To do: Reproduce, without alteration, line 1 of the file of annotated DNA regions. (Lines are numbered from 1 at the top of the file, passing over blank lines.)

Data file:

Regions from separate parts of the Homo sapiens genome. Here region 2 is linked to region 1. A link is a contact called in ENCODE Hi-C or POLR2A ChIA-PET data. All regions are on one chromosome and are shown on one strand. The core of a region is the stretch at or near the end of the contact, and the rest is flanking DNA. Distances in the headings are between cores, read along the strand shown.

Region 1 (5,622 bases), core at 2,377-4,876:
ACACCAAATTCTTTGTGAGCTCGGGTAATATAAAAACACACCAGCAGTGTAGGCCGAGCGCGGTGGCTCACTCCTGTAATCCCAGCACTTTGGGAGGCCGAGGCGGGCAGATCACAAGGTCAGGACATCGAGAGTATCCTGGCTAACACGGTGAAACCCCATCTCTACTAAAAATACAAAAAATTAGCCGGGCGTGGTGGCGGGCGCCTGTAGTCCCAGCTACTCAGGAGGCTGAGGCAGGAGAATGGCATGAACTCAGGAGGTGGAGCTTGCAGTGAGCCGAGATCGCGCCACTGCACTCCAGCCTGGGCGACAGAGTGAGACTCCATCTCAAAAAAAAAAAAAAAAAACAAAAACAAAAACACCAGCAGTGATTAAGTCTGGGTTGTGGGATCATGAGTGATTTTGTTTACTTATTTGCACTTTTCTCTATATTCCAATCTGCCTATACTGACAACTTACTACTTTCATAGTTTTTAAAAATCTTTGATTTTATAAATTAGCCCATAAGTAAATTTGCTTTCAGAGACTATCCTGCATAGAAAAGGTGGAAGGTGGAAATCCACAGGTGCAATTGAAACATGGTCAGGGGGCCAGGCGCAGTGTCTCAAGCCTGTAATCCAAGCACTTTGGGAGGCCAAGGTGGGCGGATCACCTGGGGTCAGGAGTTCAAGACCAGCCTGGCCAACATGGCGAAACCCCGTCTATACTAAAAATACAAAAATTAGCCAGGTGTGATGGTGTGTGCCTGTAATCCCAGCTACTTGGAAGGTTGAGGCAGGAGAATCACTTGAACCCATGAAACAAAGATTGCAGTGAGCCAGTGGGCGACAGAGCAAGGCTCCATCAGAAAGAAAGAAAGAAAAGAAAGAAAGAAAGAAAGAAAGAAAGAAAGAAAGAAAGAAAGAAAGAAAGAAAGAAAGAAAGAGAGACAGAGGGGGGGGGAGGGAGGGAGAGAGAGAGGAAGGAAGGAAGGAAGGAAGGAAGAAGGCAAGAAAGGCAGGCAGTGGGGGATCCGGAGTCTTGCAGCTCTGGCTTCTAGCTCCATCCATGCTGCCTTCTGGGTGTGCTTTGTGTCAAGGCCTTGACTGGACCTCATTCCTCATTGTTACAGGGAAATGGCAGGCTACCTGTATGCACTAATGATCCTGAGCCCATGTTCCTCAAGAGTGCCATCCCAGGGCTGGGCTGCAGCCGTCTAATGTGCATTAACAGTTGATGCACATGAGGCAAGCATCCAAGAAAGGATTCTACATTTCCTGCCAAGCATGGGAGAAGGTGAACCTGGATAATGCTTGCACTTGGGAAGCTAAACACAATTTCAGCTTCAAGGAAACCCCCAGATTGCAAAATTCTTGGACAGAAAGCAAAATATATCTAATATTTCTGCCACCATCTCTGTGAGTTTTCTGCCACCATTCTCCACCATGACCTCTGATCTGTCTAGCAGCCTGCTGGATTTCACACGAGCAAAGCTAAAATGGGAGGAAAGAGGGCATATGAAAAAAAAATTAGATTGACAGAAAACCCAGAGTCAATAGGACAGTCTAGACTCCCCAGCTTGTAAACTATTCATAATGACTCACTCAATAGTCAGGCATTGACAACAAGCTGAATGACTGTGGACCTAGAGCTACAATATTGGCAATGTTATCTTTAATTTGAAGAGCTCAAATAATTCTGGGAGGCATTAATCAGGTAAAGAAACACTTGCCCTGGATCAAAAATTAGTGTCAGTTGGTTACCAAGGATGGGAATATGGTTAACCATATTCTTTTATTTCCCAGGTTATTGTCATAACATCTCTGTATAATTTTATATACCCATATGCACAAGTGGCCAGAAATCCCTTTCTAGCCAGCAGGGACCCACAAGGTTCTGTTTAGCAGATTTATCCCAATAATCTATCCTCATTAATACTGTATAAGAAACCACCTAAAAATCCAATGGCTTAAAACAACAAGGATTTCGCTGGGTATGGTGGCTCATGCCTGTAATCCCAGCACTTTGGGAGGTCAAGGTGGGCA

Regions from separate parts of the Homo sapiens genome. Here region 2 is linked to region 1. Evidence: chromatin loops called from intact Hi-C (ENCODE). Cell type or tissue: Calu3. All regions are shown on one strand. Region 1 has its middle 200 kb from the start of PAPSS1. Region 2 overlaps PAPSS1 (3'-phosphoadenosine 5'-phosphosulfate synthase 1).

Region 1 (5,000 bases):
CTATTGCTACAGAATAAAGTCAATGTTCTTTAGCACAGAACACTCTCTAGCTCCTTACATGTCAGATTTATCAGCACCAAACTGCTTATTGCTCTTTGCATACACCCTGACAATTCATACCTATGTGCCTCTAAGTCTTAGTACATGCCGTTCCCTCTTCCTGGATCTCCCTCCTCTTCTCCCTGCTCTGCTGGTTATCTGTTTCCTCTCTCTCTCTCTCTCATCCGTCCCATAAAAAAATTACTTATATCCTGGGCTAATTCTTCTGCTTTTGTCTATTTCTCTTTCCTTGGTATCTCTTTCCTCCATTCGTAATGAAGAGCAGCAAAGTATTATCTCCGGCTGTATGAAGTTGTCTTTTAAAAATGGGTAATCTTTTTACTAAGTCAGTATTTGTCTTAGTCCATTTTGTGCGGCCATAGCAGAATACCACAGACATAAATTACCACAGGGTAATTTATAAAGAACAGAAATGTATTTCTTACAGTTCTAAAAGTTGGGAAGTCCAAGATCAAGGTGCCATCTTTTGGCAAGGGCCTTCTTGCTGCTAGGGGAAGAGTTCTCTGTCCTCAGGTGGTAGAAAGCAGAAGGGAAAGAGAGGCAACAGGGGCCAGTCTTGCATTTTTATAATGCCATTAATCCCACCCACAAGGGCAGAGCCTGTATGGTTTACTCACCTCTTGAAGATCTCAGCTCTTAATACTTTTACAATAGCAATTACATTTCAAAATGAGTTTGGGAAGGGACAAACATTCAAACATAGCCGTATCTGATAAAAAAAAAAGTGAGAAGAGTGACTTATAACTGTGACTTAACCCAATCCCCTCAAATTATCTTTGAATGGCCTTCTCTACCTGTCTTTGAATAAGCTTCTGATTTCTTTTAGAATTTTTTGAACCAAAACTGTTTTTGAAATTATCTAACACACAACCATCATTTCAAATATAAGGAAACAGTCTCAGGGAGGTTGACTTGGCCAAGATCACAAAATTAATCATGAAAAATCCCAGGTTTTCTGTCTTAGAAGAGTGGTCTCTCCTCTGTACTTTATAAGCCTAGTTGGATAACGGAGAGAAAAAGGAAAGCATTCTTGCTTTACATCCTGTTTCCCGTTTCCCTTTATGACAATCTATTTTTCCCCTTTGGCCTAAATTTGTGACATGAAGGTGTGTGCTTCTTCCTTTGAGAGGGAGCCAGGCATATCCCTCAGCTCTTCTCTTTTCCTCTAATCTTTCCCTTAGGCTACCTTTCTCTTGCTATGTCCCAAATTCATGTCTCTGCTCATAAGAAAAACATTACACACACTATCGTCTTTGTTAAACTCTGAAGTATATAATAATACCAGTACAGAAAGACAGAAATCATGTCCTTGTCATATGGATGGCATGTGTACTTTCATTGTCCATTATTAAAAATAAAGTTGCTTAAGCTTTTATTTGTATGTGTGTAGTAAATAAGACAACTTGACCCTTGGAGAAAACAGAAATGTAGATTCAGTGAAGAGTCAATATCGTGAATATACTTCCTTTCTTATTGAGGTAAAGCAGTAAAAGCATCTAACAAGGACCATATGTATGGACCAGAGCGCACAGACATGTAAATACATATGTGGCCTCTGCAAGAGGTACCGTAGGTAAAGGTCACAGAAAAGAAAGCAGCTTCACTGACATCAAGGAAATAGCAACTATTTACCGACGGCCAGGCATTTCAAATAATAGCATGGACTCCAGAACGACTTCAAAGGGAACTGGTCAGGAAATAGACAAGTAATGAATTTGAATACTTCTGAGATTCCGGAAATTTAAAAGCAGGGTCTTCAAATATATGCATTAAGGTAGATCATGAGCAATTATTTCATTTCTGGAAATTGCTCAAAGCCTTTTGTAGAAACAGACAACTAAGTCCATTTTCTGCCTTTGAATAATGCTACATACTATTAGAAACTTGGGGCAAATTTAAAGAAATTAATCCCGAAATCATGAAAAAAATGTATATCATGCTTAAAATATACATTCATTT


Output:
Regions from separate parts of the Homo sapiens genome. Here region 2 is linked to region 1. A link is a contact called in ENCODE Hi-C or POLR2A ChIA-PET data. All regions are on one chromosome and are shown on one strand. The core of a region is the stretch at or near the end of the contact, and the rest is flanking DNA. Distances in the headings are between cores, read along the strand shown.